Suffolk County Executive Steve Bellone and Health Commissioner Dr. James Tomarken are urging all residents to obtain this season’s flu immunization as soon as possible. Flu season runs from October through May.
“Influenza is a substantial public health threat, so we ask individuals to get the vaccine to protect not only themselves but also their families and the community,” said County Executive Bellone. “Once vaccinated, you can enjoy this holiday season knowing that you have taken the single best step to protect yourself and your loved ones against the flu.”
According to the Centers for Disease Control and Prevention, the last season caused approximately:
- 49 million flu illnesses nationwide– more than two and a half times the population of New York State;
- 960,000 flu hospitalizations – more than the number of staffed hospital beds in the United States;
- 79,000 deaths – more than the average number of people who attend the Super Bowl each year.
The CDC recommends a yearly flu vaccine for everyone six months of age and older as the first and most important step in protecting against influenza disease.
“Most people who become infected with the flu will suffer with fever, congestion, cough, sore throat, and muscle aches over the course of a week or two and will eventually recover completely," said Dr. Tomarken. “However, some are at greater risk for serious complications that can lead to hospitalization or even death. The flu vaccine is the best way modern medicine currently has to protect against this potentially serious disease.”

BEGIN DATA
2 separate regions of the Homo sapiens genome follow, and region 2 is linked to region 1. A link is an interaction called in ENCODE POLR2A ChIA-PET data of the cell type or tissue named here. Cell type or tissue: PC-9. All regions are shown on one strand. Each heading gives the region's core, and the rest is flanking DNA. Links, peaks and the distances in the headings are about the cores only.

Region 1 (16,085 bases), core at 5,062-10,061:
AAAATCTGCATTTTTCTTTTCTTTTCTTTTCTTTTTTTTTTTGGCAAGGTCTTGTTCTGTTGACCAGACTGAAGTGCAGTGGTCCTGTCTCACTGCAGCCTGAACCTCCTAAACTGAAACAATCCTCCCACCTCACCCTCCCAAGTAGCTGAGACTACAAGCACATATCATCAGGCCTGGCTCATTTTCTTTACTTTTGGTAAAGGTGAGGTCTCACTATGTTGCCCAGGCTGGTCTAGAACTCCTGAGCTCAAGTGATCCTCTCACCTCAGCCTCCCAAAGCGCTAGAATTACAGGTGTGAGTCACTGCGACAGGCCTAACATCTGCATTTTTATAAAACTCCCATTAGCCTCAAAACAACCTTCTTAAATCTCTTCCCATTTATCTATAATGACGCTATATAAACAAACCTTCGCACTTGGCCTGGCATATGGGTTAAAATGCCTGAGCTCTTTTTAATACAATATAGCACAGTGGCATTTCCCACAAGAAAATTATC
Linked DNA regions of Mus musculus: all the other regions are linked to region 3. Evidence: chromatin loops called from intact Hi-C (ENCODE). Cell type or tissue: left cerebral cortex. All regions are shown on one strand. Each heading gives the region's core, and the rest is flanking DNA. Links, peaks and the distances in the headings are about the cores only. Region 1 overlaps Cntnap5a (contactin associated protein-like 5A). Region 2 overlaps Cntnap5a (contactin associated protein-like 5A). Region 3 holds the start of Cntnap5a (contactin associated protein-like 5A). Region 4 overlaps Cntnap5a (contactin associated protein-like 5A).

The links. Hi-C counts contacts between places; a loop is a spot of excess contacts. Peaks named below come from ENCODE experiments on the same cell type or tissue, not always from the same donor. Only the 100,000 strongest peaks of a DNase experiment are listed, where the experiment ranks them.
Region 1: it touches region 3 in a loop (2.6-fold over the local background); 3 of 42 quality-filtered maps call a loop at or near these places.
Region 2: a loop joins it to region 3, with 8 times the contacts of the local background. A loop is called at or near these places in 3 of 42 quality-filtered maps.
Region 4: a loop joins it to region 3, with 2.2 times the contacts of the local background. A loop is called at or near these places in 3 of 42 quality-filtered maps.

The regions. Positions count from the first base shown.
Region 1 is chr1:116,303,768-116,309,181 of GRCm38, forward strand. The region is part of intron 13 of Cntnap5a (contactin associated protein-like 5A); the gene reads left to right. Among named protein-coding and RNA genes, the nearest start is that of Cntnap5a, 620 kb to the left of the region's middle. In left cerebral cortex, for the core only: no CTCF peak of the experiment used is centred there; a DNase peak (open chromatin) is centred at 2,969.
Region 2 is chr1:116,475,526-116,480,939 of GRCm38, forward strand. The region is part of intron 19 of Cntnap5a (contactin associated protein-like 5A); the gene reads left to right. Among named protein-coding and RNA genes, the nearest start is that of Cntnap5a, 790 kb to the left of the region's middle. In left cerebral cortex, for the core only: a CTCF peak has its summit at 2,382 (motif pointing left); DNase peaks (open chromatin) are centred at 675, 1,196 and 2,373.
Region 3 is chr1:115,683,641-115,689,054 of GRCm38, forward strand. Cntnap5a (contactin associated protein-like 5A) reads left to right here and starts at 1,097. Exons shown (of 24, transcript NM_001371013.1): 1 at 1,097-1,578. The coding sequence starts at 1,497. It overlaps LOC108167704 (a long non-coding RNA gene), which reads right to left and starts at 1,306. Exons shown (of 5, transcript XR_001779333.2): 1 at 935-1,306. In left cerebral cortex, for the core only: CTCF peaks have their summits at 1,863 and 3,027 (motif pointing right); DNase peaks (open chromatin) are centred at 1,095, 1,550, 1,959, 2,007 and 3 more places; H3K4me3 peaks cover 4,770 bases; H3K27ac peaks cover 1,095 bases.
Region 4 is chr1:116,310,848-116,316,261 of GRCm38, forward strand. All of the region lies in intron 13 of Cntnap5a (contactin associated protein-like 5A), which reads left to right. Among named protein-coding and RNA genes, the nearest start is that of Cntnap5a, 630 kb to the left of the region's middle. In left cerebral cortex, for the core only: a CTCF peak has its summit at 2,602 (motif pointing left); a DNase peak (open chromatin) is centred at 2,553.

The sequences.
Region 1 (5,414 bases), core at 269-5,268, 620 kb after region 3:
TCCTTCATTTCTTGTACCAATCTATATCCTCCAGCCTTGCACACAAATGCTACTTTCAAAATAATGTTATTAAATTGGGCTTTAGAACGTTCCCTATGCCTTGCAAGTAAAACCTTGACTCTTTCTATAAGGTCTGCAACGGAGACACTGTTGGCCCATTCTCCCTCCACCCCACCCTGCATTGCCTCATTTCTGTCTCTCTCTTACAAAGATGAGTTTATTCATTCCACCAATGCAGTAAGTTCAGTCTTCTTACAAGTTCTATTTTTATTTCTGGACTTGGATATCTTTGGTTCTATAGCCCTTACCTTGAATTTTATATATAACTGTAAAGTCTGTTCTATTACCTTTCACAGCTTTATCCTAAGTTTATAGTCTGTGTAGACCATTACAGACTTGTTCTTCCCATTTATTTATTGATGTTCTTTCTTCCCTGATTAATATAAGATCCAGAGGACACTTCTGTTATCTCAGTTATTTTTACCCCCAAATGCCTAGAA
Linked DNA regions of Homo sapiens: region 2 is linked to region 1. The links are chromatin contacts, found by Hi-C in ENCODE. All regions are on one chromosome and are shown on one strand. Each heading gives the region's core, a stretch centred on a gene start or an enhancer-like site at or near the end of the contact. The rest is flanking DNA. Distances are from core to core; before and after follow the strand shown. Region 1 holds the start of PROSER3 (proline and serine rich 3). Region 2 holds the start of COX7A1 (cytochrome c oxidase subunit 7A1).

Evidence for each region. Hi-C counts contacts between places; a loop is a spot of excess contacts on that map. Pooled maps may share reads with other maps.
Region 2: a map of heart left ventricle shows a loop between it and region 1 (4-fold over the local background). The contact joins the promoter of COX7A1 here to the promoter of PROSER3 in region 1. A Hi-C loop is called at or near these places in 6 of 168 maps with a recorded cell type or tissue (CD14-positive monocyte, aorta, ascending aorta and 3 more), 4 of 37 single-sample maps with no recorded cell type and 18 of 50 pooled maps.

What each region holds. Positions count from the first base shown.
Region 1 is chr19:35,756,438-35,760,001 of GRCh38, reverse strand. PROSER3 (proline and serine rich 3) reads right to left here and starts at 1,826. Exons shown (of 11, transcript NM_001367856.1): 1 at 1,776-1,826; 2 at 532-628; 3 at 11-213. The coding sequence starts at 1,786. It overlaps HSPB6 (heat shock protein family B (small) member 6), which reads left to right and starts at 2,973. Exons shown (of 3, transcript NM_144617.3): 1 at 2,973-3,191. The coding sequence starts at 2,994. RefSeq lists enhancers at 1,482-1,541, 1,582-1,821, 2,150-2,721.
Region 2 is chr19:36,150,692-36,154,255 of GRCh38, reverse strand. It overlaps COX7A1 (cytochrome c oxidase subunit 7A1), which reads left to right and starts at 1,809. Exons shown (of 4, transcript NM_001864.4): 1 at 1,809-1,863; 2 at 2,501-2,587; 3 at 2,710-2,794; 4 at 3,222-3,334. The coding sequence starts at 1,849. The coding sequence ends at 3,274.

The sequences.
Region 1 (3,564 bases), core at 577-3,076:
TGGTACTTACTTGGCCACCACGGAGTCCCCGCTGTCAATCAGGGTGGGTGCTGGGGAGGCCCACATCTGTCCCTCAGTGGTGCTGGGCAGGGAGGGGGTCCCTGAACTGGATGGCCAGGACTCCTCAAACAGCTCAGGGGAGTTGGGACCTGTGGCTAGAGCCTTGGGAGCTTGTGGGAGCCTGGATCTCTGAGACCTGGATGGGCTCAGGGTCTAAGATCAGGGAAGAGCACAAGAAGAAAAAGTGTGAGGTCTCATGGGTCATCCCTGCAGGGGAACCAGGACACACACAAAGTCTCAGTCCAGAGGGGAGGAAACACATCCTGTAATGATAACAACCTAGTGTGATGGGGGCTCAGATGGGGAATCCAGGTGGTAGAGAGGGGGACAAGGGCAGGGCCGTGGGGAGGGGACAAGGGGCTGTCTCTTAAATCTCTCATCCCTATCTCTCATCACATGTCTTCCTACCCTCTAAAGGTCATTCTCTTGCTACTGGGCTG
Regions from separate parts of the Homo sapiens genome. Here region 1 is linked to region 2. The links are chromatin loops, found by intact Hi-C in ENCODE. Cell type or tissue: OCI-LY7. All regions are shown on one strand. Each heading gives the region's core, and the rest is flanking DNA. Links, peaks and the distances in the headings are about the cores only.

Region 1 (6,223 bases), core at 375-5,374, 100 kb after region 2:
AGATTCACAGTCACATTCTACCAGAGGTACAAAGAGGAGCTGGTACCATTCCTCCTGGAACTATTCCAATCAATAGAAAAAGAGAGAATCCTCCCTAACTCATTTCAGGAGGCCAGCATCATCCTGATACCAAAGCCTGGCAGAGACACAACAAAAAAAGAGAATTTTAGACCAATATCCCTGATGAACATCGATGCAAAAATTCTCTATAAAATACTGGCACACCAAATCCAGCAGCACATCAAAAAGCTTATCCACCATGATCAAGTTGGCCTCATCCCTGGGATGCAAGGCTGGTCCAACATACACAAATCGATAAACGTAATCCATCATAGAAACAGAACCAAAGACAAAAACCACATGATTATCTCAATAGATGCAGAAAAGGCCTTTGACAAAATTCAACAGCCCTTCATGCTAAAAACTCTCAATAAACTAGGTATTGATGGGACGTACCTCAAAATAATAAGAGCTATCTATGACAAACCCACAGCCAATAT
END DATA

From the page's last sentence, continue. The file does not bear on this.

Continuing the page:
Dr. Tomarken offered the following CDC recommendations to residents:
- Flu vaccines are offered in many locations, including doctors’ offices, clinics, local health centers, pharmacies, college health centers and places of business. Contact your health care provider today for your flu vaccine.
- Children and adults should stay home from school or work if they develop influenza-like illness.
- If you do get sick, wash hands often and cover your coughs and sneezes. It’s best to use a tissue and quickly throw it away. If you don’t have a tissue, cough or sneeze into your upper sleeve, not your hands. This will prevent the spread of germs.
- Get plenty of rest and drink a lot of fluids.
- Individuals who are particularly vulnerable to complications from influenza should seek medical attention at the first signs of illness. People at high risk for developing serious flu complications include children younger than 5 years, people 65 years of age and older, pregnant women, and people with certain long-term medical conditions, such as asthma, diabetes, heart disease, neurological and neurodevelopmental conditions, blood disorders, morbid obesity, kidney and liver disorders, HIV or AIDS, and cancer.
For more information about influenza, residents can visit the Suffolk County Department of Health Services website: http://www.suffolkcountyny.gov/Departments/HealthServices/SeasonalTrends.aspx or call 631-854-0333.